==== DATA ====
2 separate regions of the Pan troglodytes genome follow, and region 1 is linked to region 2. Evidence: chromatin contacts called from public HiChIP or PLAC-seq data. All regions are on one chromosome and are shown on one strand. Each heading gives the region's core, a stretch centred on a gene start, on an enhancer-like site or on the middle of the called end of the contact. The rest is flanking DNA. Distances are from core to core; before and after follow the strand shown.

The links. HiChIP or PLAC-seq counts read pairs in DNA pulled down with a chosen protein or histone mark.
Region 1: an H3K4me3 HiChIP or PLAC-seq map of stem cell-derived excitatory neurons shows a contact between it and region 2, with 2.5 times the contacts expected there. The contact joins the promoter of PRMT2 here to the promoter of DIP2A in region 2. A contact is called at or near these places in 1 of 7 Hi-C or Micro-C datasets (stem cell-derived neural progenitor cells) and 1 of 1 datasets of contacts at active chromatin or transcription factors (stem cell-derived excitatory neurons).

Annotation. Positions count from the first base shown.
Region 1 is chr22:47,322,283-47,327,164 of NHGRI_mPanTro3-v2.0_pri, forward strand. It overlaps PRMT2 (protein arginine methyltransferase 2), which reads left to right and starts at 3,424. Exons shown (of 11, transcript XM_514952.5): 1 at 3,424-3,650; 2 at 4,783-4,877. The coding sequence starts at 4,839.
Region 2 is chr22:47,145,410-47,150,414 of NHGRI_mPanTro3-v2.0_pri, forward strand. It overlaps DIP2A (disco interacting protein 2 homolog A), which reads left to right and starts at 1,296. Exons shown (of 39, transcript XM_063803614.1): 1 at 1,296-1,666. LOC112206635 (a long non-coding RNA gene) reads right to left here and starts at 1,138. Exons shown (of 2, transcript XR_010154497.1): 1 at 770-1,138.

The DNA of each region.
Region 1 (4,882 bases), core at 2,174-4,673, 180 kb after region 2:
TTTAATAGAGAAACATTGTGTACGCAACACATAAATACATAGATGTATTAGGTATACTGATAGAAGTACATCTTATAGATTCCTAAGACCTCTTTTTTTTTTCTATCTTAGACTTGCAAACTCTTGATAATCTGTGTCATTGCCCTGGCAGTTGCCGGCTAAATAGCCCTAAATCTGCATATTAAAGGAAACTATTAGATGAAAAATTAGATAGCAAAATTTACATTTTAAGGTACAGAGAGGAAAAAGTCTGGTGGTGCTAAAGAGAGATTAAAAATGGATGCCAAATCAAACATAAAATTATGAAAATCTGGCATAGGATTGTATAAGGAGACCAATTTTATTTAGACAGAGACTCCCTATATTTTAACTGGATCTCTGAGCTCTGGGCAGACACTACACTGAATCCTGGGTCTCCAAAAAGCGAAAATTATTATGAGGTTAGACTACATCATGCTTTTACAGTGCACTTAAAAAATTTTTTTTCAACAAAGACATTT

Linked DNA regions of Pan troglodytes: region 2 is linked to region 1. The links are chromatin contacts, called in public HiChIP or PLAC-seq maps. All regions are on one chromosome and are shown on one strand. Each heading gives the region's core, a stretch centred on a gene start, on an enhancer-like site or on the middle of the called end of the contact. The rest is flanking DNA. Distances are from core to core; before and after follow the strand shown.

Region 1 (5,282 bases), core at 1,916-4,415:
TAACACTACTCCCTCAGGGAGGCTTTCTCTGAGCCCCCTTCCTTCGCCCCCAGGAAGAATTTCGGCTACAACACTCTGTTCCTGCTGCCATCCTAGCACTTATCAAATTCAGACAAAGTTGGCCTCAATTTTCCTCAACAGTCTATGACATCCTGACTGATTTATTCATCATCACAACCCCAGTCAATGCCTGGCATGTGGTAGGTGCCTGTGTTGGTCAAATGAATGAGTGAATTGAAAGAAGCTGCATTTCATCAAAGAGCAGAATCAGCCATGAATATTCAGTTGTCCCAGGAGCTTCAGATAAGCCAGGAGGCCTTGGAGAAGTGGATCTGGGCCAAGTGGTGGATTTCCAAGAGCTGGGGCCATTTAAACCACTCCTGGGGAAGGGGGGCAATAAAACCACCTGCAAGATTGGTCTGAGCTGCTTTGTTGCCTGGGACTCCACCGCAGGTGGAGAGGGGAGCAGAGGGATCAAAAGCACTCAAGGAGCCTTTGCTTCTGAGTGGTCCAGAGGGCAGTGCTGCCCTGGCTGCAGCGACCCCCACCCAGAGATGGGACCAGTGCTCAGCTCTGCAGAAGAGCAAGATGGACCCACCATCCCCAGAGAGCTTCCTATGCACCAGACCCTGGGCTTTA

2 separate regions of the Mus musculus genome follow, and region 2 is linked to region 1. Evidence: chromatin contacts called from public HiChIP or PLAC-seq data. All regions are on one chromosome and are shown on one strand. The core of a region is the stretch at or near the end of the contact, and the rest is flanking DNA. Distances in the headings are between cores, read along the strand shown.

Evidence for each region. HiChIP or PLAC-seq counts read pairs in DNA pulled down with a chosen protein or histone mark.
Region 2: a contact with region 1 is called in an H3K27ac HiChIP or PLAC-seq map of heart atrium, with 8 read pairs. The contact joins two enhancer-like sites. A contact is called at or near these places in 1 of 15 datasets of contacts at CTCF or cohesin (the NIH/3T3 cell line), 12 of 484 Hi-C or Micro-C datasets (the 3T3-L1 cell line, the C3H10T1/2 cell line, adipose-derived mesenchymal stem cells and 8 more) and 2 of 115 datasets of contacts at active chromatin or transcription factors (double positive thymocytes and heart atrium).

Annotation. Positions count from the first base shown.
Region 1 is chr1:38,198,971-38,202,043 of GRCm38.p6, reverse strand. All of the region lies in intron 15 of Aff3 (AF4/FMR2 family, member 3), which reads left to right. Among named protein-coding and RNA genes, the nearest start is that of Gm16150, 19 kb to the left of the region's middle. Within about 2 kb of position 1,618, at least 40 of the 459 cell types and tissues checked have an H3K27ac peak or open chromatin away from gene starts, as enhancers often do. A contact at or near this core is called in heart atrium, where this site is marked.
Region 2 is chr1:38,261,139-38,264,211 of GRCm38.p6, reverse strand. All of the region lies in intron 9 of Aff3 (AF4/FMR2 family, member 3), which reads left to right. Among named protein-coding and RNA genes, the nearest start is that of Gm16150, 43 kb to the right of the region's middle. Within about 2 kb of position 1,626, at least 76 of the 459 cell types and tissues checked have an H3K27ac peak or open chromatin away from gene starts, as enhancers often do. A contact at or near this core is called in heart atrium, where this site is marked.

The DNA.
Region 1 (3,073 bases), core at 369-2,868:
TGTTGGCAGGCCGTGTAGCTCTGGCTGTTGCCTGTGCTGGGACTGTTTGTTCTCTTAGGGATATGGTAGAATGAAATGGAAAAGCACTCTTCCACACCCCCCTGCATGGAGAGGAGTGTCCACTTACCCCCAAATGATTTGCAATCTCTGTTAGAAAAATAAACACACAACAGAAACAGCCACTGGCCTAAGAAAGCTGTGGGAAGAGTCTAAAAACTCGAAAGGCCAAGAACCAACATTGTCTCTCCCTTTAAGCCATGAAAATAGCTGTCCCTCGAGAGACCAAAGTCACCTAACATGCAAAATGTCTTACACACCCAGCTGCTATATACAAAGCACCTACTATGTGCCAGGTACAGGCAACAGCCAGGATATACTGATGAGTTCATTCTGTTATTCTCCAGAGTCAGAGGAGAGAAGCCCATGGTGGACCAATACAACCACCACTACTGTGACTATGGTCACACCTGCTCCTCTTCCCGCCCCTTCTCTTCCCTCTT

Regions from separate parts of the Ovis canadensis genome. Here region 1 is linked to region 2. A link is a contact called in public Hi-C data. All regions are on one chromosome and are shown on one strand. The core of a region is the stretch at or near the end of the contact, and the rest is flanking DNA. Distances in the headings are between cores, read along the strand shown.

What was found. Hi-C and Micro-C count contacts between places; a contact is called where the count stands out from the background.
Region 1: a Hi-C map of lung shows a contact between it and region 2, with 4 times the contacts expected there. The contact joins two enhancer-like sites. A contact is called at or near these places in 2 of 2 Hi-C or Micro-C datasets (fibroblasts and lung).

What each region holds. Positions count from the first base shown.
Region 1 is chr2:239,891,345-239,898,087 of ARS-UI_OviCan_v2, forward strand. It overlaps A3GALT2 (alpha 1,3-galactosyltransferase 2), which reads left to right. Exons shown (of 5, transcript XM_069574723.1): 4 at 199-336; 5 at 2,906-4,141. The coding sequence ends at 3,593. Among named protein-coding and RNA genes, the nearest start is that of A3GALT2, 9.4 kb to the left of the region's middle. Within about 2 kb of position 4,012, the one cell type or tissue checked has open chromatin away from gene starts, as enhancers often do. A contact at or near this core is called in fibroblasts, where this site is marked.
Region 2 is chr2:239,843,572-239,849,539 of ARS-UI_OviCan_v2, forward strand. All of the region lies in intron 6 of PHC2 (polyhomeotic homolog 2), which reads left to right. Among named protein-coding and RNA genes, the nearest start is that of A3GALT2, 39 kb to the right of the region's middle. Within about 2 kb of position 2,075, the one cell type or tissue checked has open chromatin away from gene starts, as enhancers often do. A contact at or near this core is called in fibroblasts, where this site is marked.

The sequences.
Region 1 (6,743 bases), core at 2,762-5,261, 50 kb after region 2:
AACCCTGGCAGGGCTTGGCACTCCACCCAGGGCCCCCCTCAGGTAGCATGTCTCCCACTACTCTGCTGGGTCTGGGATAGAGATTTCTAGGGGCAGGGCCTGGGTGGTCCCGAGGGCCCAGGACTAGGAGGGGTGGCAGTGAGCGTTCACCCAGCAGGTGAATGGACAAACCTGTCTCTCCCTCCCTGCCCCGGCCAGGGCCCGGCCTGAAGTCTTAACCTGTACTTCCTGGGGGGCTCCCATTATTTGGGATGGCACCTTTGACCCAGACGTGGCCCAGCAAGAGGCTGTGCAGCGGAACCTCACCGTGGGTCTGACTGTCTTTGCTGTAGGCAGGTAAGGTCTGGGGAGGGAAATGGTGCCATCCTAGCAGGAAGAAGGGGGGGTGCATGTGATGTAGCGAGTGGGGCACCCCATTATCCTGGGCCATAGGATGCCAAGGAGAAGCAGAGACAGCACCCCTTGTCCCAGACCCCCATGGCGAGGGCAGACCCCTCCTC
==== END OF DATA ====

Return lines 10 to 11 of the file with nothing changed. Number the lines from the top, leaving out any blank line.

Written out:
Linked DNA regions of Pan troglodytes: region 2 is linked to region 1. The links are chromatin contacts, called in public HiChIP or PLAC-seq maps. All regions are on one chromosome and are shown on one strand. Each heading gives the region's core, a stretch centred on a gene start, on an enhancer-like site or on the middle of the called end of the contact. The rest is flanking DNA. Distances are from core to core; before and after follow the strand shown.

Region 1 (5,282 bases), core at 1,916-4,415: